___Breast (in the male) reddish brown: speculum white, divided by one or two transverse bars: bill and legs red: crest (in the adult male) long, slender, pendent.

M. Serrator, Temm. Man. d'Orn. torn. ii. p. 884. Red-breasted Merganser, Mont. Orrt. Diet. Bew. Brit. Birds, vol. ii. p. 257. Selb. Must. vol. ii. p. 379. pls. 58, & 58*. (Trachea,) Linn. Trans. vol. iv. pl. 16. f. 1, & 2. Dimens. Entire length twenty-two inches.


(Adult male). Head, a pendent crest On the occiput, and upper part of the neck, greenish black, with glossy reflections; lower part of the neck white, the mesial line behind black; breast reddish brown, spotted and variegated with black; near the insertion of the wing, several large white spots bordered with black; upper part of the back, scapulars, edge of the wing and adjoining coverts, and primary quills, black; the rest of the coverts, and secondary quills, white, but these last, as well as the greater coverts, black at the base, the whole together forming a large speculum divided by two transverse oars; some of the secondaries nearest the body white edged with black: lower part of the back, rump, and flanks, grayish white, with fine transverse undulating black lines; belly and abdomen white; tail brown: bill orange-red; the ridge and nail dusky: irides red: legs orange. (Adult female). Head, crest, and neck, dull ferruginous; throat white; fore part of the neck and breast variegated with white and ash-gray; lower part of the neck behind, back, rump, wings, and scapulars, dark ash-colour; speculum white, with one transverse bar, by which it may always be distinguished from the female of the last species, which in other respects it greatly resembles; belly and abdomen white; flanks dark ash-colour: bill and legs dull orange: irides brown. (Young male of the year). Head deep brown; throat grayish white; bill pale red; irides yellowish: in other respects like the adult female. (Egg). Smooth and shining; buff-colour: long. diam. two inches six lines; trans, diam. one inch nine lines.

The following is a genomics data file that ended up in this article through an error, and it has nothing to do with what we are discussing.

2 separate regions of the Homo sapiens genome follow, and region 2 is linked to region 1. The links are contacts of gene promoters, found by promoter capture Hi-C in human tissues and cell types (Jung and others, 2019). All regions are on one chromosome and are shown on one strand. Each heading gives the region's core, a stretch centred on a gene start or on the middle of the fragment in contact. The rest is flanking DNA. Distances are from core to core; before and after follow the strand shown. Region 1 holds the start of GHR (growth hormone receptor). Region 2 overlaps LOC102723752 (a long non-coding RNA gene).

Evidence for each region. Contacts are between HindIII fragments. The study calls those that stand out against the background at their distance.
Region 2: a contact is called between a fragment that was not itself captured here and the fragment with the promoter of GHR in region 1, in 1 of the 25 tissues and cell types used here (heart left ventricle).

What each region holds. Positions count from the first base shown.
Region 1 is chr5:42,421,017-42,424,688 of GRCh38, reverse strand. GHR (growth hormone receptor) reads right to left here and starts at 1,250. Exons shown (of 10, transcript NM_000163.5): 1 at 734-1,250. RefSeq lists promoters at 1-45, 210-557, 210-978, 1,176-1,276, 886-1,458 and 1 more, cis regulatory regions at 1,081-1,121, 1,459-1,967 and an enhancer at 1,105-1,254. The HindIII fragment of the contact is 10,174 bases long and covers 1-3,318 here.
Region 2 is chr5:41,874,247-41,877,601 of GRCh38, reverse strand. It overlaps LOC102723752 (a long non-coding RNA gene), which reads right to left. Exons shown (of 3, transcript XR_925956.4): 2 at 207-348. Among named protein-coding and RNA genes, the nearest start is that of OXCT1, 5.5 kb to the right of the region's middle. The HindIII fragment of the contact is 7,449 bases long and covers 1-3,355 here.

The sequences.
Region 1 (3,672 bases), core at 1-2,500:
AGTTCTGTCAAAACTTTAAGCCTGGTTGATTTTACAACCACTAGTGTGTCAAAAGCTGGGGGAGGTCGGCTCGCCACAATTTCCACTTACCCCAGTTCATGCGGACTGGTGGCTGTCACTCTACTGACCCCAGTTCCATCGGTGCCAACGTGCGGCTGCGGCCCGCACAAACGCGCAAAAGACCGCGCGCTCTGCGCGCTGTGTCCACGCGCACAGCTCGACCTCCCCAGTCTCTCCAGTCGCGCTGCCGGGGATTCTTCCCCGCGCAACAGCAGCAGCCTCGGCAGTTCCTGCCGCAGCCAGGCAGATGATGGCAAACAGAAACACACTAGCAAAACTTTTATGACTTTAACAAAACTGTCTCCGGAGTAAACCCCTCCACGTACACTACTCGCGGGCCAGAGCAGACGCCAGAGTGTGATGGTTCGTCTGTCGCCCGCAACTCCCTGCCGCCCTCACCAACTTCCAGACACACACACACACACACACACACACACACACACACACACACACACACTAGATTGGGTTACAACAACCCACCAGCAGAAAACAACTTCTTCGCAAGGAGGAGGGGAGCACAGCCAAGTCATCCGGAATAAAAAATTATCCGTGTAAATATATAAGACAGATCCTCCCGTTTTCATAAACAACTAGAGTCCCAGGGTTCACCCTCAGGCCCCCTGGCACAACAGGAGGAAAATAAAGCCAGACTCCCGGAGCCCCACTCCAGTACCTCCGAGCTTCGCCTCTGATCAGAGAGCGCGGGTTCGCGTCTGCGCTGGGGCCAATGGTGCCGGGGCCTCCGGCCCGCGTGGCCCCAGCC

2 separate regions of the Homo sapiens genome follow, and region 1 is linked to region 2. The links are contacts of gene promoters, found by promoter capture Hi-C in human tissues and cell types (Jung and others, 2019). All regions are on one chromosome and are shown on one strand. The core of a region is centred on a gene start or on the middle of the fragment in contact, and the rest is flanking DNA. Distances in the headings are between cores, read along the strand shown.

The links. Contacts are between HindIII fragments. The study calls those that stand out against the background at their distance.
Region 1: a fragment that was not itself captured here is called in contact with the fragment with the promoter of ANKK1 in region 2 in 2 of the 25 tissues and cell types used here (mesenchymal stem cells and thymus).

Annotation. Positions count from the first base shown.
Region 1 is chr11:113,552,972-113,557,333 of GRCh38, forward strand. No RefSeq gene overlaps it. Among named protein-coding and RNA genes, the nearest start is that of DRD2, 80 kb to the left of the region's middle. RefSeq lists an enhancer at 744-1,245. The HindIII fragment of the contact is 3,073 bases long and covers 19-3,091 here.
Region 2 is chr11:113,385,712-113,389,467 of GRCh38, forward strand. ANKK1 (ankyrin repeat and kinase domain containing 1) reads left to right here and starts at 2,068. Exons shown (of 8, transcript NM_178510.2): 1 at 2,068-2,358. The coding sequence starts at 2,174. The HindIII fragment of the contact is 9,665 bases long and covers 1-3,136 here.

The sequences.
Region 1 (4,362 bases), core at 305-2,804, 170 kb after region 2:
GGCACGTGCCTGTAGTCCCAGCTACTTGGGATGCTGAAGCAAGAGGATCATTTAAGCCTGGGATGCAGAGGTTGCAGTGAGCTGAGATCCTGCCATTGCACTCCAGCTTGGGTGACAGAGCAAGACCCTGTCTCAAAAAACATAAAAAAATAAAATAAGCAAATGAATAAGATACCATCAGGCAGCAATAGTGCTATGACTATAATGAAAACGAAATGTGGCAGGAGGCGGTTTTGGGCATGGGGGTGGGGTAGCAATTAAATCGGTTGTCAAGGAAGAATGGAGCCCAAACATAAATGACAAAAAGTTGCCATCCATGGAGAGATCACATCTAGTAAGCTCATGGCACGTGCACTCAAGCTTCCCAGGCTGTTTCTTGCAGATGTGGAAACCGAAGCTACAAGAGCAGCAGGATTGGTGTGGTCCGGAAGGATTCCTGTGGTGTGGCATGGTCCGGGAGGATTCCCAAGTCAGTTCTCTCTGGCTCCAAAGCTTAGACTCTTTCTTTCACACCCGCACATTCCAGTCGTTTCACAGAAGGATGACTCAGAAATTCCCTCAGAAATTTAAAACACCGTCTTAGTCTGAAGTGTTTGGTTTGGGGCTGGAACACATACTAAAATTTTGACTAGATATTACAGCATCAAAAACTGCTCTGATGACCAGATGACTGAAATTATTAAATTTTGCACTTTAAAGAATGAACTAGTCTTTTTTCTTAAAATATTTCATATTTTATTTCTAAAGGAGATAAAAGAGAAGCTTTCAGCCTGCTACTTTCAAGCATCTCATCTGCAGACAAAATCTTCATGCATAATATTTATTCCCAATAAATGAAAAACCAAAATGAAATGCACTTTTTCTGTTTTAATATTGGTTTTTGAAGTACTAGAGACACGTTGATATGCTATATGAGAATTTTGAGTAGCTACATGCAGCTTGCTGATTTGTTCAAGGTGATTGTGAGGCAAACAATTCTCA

A winter visitant in England, and not often met with in the southern counties. More abundant northward. Breeds in some of the Scotch lakes. Nest, according to Selby, composed of small sticks and grass, lined with the down of the female; built in the thick herbage on the edge of the main land, or on small islets in the lake. Eggs nine in number. Food and habits similar to those of the last species.